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Global Trends in Renewable Energy Development in 2015

April 9, 2015 Comments off

Global Trends in Renewable Energy Development in 2015 (PDF)
Source: Frankfurt School of Finance & Management

Global investment in renewable power and fuels (excluding large hydro-electric projects) was $270.2 billion in 2014, nearly 17% higher than the previous year. This was the first increase for three years, and reflected several influences, including a boom in solar installations in China and Japan, totalling $74.9 billion between those two countries, and a record $18.6 billion of final investment decisions on offshore wind projects in Europe.

The trend last year was, arguably, even more impressive than it would seem from the investment numbers, because a record number capacity of wind and solar photovoltaic power was installed, at about 95GW. This compared to 74GW in 2013, 79GW in 2012 and 70GW in 2011, the only year in which dollar investment was higher than 2014, at $278.8 billion. The main reason why investment last year was below that three years earlier was that technology costs, particularly in solar, have fallen sharply during the intervening period.

A key feature of 2014 was the continuing spread of renewable energy to new markets. Investment in developing countries, at $131.3 billion, was up 36% on the previous year and came the closest ever to overhauling the total for developed economies, at $138.9 billion, up just 3% on the year. Indonesia, Chile, Mexico, Kenya, South Africa and Turkey were all in the billion-dollar-plus club in 2014 in terms of investment in renewables, and others such as Jordan, Uruguay, Panama, the Philippines and Myanmar were in the $500 million to $1 billion range.

What Courses Should Law Students Take? Harvard’s Largest Employers Weigh In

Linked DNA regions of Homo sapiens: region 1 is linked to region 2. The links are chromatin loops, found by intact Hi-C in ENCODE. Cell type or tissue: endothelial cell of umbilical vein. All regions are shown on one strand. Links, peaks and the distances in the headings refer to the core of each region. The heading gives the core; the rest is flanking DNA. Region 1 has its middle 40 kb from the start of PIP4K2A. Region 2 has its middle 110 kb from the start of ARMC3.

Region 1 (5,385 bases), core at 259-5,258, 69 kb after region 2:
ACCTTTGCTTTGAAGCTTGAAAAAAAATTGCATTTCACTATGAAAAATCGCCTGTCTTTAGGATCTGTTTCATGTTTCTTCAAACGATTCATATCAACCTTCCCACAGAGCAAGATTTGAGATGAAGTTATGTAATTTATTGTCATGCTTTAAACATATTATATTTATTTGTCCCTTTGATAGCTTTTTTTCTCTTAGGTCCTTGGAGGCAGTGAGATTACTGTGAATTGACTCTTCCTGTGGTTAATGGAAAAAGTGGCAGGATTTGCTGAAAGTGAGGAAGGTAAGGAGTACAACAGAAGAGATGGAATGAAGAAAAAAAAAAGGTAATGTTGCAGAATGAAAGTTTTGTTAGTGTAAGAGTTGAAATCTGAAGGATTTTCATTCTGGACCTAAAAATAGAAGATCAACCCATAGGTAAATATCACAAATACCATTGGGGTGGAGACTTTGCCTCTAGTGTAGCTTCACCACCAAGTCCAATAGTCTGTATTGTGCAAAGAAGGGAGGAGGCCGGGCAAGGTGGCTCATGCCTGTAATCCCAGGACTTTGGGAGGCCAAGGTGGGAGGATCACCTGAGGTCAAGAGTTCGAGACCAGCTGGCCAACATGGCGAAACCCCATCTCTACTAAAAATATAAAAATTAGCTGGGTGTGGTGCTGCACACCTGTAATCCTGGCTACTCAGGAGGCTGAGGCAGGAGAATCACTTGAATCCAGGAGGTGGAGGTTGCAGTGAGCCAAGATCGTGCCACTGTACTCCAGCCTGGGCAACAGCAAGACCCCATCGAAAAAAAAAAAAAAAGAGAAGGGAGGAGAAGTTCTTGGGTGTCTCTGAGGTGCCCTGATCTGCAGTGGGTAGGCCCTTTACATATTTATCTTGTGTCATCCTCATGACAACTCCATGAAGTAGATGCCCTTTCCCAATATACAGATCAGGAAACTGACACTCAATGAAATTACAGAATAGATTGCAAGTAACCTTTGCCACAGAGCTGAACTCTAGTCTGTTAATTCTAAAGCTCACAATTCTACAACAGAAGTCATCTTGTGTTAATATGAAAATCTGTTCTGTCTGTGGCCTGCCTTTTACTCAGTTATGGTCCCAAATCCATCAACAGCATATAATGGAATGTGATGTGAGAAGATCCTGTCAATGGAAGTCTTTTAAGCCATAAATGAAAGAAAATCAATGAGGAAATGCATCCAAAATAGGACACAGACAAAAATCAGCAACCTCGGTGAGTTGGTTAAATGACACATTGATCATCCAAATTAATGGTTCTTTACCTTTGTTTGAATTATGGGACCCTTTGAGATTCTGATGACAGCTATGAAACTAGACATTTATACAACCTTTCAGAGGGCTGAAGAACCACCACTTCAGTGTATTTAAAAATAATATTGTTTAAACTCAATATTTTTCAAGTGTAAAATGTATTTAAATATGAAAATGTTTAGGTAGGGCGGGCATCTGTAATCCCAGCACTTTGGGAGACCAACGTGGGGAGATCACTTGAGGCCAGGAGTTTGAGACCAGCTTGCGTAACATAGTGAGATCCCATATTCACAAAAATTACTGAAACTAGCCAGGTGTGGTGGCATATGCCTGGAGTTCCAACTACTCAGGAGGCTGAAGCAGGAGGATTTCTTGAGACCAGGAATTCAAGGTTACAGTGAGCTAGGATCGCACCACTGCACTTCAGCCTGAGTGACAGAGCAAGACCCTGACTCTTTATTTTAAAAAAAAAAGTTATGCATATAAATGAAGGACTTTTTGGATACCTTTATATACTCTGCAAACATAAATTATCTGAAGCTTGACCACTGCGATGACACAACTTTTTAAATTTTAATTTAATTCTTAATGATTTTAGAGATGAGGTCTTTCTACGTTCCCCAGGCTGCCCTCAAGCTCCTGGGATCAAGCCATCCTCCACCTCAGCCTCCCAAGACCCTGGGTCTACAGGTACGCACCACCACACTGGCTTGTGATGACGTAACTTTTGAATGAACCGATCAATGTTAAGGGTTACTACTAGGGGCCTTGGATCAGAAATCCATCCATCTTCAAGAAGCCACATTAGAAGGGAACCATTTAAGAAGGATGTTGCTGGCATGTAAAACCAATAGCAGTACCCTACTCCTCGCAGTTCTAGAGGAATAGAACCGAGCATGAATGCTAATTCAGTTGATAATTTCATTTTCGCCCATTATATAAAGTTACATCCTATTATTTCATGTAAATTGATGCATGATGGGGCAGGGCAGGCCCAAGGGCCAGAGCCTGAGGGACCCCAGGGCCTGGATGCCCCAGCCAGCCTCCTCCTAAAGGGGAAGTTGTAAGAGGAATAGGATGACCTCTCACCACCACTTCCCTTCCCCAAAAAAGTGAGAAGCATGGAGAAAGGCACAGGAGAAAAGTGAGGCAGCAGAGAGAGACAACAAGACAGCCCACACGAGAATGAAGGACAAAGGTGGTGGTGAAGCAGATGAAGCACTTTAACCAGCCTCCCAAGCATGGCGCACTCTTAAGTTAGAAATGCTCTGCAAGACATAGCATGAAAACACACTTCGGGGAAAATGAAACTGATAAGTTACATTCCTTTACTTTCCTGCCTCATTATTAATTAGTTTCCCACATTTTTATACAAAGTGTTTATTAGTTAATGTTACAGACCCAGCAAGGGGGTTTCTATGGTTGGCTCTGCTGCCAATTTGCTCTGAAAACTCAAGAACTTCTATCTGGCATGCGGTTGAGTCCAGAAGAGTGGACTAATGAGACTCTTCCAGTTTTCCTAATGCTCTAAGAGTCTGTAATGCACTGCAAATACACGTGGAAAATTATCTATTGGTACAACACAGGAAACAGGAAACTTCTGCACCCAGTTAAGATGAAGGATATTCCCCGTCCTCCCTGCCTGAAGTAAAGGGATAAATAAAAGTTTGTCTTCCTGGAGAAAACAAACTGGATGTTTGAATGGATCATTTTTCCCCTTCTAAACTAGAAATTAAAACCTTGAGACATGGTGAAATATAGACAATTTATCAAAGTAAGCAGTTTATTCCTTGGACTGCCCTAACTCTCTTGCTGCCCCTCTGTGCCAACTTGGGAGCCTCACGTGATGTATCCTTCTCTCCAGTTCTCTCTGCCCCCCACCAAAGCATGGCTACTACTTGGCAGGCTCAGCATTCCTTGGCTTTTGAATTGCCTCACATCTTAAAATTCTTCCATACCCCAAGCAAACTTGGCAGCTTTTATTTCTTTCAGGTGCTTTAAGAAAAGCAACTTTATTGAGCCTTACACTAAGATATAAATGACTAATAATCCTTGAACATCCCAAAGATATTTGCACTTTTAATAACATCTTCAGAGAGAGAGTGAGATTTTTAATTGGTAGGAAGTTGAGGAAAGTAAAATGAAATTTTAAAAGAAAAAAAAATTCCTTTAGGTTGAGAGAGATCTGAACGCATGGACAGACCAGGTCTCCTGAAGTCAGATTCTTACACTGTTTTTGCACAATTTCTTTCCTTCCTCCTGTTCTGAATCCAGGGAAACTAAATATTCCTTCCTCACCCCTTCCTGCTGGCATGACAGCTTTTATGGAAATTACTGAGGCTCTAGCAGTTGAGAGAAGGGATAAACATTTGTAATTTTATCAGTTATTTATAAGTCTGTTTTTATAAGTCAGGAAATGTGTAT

April 8, 2015 Comments off

What Courses Should Law Students Take? Harvard’s Largest Employers Weigh In
Source: Harvard Business School Working Knowledge

We report the results of an online survey, conducted on behalf of Harvard Law School, of 124 practicing attorneys at major law firms. The survey had two main objectives: (1) to assist students in selecting courses by providing them with data about the relative importance of courses and (2) to provide faculty with information about how to improve the curriculum and best advise students. The most salient result is that students were strongly advised to study accounting and financial statement analysis, as well as corporate finance. These subject areas were viewed as particularly valuable, not only for corporate/transactional lawyers, but also for litigators. Intriguingly, non-traditional courses and skills, such as business strategy and teamwork, are seen as more important than many traditional courses and skills.

After Great Recession, More Married Fathers Providing Child Care

April 6, 2015 Comments off

After Great Recession, More Married Fathers Providing Child Care
Source: University of New Hampshire, Carsey School of Public Policy

The U.S. economy lost 8.7 million jobs between December 2007 and January 2010. Sixty-nine percent of the jobs lost during the recession were held by men, 2 and the employment rate of married fathers (whether working full or part time) with employed wives decreased from 92 percent in 2005 to 88 percent in 2011.3 The large job losses and persistently high unemployment from the Great Recession and its aftermath prompted families to adapt to financial hardship and reallocate fathers’ and mothers’ time spent in the labor force and in the home.
Scholar File Link

CREDO Study Finds Urban Charter Schools Outperform Traditional School Peers

April 1, 2015 Comments off